How does The Crucible portray conformity and individuality?

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Conformity and individuality are at the heart of this play.

The play speaks to anyone who has lived in a society where the questioning of authority and of the general opinion leads to rejection and punishment.

John Proctor and Giles Corey stand as examples of inviduals who maintain their independence and question the authority of the court in Salem, while much of the town succumbs to the pressure to conform. 

The specific pressures set against Proctor and Giles are directly related to conformity as are the accusations used against them. 

In court, Proctor's choice to avoid baptizing his child in the church is used as evidence against him. This is, on the simplest level, a symptom of Proctor's choice to remain an independent individual. He refuses to conform for the sake of appearances. He has his own opinions and his own reasons for doing or not doing things. In the case of the baptism, Proctor does not want Reverend Parris to touch his children and so chooses to avoid the rite of baptism. 

Proctor's earlier resistance to the town's authority makes him a suspect when he faces the court and accuses it of false deeds. He will not bow to Danforth or to Parris. He stands as an individual set against the will of the group. 

He is dangerous to the proceedings precisely because he does not believe in them.

After his arrest, Proctor is tempted to conform. He is presented with the option of saving his life by betraying his principles and signing a false confession. This confession is, essentially, a means to remove Proctor's individuality and independence and to subordinate him to the power of the group.

Like Giles Corey, Proctor finally refuses to be reduced by the community's impulse toward enforced conformity. Individuality should be honored, in part, because it can be trusted. The group, however, is possessed of a moral bankruptsy, comprised of people who have abdicated moral judgement in favor of conformity. This is a dangerous quality, as the play makes clear.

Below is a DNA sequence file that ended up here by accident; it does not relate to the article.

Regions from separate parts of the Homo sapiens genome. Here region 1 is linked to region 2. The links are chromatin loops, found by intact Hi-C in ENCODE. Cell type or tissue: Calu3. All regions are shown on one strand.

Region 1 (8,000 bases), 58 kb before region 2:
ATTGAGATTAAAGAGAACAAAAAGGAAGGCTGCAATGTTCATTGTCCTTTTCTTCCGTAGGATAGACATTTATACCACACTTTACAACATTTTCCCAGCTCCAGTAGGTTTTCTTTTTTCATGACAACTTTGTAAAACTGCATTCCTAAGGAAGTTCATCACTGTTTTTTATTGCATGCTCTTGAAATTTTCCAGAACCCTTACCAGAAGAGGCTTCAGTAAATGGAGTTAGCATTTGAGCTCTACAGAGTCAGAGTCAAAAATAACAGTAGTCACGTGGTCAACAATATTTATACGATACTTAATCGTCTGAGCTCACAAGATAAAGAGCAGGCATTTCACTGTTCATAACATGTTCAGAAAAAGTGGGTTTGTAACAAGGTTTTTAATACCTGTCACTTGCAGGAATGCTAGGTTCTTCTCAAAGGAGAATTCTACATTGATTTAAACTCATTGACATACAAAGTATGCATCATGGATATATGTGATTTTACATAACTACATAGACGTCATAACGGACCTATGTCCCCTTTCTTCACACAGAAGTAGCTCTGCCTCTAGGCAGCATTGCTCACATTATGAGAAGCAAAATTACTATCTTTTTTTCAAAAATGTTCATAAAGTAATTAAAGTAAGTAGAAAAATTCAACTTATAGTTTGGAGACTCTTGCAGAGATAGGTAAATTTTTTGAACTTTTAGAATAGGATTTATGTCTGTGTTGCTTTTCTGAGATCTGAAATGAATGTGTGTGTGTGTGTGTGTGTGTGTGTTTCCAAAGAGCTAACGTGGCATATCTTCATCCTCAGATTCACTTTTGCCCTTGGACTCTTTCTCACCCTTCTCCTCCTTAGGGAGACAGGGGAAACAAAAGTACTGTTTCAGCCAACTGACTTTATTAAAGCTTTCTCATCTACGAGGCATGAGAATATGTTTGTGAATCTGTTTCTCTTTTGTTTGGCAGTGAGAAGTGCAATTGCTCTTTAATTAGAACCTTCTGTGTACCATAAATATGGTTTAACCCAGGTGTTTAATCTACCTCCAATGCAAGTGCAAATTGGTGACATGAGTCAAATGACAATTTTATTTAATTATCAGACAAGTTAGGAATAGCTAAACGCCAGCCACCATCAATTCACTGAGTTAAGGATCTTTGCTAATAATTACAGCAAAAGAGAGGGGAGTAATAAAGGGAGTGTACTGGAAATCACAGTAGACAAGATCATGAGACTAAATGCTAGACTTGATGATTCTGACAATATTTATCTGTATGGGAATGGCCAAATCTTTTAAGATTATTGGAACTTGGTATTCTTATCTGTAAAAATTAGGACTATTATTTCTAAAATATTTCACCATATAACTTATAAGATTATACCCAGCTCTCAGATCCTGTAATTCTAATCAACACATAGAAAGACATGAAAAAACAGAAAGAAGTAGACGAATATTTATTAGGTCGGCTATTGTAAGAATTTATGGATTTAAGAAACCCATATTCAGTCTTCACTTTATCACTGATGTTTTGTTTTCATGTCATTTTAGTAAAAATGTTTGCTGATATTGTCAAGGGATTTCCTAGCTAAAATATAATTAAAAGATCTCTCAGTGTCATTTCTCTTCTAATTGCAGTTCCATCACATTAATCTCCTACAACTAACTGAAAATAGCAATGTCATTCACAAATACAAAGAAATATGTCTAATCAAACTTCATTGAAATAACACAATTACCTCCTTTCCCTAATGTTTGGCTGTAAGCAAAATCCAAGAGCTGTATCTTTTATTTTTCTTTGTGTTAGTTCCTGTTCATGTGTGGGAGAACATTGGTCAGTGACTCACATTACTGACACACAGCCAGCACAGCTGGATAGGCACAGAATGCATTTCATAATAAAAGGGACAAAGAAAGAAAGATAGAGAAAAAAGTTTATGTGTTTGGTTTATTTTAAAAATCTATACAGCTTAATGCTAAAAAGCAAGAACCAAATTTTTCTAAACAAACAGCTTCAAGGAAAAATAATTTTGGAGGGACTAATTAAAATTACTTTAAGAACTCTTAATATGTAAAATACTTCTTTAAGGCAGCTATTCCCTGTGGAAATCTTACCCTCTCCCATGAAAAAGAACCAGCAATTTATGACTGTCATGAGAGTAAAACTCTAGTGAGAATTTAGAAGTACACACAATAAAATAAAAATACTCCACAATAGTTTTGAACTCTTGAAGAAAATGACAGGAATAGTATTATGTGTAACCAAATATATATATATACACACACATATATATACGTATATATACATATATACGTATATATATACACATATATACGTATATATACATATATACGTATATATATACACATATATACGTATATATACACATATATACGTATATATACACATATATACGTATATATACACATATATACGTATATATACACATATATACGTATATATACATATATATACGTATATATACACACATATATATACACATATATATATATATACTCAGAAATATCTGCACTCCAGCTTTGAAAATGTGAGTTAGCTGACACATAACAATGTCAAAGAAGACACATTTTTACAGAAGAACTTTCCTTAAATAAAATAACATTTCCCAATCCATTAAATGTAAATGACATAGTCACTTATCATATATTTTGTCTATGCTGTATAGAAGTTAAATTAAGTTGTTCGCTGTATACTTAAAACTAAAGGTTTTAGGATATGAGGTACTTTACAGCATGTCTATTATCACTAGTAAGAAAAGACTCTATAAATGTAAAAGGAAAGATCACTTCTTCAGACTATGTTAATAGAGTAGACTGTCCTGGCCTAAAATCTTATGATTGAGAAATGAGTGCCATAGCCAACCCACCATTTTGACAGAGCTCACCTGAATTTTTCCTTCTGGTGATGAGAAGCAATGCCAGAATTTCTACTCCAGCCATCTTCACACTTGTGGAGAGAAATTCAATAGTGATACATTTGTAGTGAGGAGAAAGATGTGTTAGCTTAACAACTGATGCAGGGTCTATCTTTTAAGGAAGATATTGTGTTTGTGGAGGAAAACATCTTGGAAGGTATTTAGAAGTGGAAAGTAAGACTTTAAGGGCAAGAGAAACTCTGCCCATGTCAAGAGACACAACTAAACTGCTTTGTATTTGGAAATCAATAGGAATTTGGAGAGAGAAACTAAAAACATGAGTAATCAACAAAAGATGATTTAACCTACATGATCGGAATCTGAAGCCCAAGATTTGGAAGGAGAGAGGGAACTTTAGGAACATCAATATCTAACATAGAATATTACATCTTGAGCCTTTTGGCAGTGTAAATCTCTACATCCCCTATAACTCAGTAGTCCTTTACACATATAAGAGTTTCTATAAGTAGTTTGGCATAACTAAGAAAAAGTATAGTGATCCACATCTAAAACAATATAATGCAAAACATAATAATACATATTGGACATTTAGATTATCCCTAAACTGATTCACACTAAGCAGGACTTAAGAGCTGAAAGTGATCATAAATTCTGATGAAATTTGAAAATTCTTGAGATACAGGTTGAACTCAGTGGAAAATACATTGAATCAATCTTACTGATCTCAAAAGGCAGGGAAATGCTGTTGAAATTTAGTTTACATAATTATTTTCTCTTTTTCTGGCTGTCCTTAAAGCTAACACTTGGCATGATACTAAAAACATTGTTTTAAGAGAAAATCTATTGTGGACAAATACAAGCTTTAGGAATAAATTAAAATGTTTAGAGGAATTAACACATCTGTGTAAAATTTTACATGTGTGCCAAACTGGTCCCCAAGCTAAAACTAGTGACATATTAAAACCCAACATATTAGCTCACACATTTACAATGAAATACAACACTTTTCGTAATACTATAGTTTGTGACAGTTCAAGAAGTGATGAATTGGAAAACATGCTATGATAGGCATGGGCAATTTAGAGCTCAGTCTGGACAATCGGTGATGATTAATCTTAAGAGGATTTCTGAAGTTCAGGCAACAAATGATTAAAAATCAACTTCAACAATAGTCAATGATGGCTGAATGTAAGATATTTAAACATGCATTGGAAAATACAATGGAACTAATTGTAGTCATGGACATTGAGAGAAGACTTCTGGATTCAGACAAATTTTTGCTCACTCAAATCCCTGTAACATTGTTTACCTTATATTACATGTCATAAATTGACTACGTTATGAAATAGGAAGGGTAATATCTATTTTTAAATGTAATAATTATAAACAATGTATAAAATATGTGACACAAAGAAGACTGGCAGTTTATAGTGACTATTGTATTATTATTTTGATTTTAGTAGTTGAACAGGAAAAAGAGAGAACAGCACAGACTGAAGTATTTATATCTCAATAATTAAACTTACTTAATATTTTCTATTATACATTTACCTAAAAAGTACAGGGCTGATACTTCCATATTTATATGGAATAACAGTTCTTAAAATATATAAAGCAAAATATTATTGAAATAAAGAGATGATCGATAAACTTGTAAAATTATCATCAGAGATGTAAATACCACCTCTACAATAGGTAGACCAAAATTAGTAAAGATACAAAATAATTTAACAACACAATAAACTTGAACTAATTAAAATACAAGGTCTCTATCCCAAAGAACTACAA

Miller demonstrates how peer pressure can lead individuals into taking part in actions which they know are wrong. 

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I think that Miller makes clear that the connection between individuality and conformity is one in which both are mutually exclusive in specific settings.  Miller develops Salem as a realm in which conformity is a part of the Salem landscape.  In order to find social sanctuary, one must conform to the condition of false accusations and mendacity in their personal connection to others.  Individuality, as it were, becomes something that is punished.  People like Corey and Rebecca Nurse suffer greatly for their individuality.  Yet, Miller makes it clear that these forces are the heroic elements in a barren environment like Salem.  For Miller, the connection between individuality and conformity is one in which the human being must recognize the intrinsic power of the latter and the potential for destruction that exists in the latter.  In such a construction, Miller is able to make it evident that the individual must be able to recognize the forces of conformity and resist them.  Without doing so, there is a feeling of immense regret, as seen in the form of the Proctors.  In seeing how both husband and wife in their own ways end up validating individuality and rejecting conformity and examining the connection between the two, there becomes a strong message that emerges in the narrative.

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How is conformity presented in Arthur Miller's The Crucible?

Conformity is shown to be a fairly brutal element in the drama.  In the introduction to a Penguin Publishing version of Miller's drama, Christopher Bigsby writes about this idea of conformity and the lack of it:

The Crucible is about a time in history where people found the comfort of the community at any costs more beneficial than the discomfort of standing up for what is right.

In this light, the drama presents the fundamental issue of human consciousness as one poised between these incompatible ends of being.  Individuals in the drama must choose if they wish to embrace the comfort of the community, sacrificing one another in the process, or if they wish to stand for something that is more transcendent, and suffer greatly as a result.  The battle between the temporal and contingent identity of conformity and the transcendent, yet painful nobility of independent thought is something that all of the characters have to endure on some level.  It is evident throughout Proctor's own maturation throughout the drama.  His desire to not want to be involved and to retreat is something that faces collision with a growing and menacing threat in which action and confrontation becomes a moral responsibility.  Mary Warren endures this in visceral and physical terms with her testimony in open court, trying to face down Abigail and embodying the very essence of "discomfort."  Her "crucible" in this instance ends with her running back to the community in the form of Abigail's arms and condemning Proctor.  In the end, how characters respond to the polarity of conformity with a known wrong and a lack of conformity in standing up for what is honorable and decent in a world that lacks such values becomes the essence of both Miller's play and the time period that envelops both it and the reader.

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